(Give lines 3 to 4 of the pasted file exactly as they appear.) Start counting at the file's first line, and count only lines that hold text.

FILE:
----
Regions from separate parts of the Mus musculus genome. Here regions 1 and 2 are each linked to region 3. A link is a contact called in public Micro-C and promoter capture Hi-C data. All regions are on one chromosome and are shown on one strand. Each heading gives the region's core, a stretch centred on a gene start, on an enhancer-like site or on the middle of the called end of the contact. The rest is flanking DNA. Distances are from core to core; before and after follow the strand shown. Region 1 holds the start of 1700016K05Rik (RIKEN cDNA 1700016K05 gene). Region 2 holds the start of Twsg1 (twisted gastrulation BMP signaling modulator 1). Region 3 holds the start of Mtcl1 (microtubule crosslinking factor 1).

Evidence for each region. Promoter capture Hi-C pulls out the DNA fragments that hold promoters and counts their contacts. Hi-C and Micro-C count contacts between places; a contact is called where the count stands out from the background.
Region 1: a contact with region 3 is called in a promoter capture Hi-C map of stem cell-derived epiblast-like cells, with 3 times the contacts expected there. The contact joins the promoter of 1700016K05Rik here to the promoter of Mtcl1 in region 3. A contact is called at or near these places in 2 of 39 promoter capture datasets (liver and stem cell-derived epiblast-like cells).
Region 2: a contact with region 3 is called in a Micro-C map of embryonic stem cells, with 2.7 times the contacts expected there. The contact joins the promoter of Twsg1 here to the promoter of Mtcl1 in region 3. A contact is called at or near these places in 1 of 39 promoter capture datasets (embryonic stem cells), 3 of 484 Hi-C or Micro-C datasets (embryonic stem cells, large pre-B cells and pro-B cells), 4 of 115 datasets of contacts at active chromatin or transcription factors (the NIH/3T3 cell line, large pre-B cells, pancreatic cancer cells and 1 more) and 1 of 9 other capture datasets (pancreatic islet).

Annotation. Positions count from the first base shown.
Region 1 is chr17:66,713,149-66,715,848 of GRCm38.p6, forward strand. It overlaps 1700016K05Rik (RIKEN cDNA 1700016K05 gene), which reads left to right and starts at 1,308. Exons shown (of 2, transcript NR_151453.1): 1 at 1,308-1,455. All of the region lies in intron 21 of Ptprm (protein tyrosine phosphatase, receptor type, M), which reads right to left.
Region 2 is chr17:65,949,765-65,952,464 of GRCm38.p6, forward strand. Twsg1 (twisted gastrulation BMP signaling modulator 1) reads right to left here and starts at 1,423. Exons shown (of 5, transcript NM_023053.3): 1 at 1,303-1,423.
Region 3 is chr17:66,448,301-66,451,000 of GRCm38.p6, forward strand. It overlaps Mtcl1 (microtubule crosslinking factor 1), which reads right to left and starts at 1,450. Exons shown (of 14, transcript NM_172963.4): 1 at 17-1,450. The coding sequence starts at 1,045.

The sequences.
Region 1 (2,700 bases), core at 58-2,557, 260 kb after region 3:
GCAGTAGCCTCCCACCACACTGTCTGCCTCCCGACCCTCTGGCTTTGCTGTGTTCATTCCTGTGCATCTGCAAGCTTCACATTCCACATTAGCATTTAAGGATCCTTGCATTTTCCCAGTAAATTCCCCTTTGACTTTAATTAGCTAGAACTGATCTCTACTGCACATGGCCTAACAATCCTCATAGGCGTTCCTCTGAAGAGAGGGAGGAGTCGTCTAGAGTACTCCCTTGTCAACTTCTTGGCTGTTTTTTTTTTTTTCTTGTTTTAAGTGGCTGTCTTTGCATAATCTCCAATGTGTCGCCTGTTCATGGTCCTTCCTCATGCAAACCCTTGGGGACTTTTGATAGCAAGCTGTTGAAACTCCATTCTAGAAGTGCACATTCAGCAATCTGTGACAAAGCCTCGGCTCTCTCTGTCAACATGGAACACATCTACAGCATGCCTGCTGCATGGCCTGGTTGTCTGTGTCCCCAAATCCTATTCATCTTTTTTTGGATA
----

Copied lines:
Region 1: a contact with region 3 is called in a promoter capture Hi-C map of stem cell-derived epiblast-like cells, with 3 times the contacts expected there. The contact joins the promoter of 1700016K05Rik here to the promoter of Mtcl1 in region 3. A contact is called at or near these places in 2 of 39 promoter capture datasets (liver and stem cell-derived epiblast-like cells).
Region 2: a contact with region 3 is called in a Micro-C map of embryonic stem cells, with 2.7 times the contacts expected there. The contact joins the promoter of Twsg1 here to the promoter of Mtcl1 in region 3. A contact is called at or near these places in 1 of 39 promoter capture datasets (embryonic stem cells), 3 of 484 Hi-C or Micro-C datasets (embryonic stem cells, large pre-B cells and pro-B cells), 4 of 115 datasets of contacts at active chromatin or transcription factors (the NIH/3T3 cell line, large pre-B cells, pancreatic cancer cells and 1 more) and 1 of 9 other capture datasets (pancreatic islet).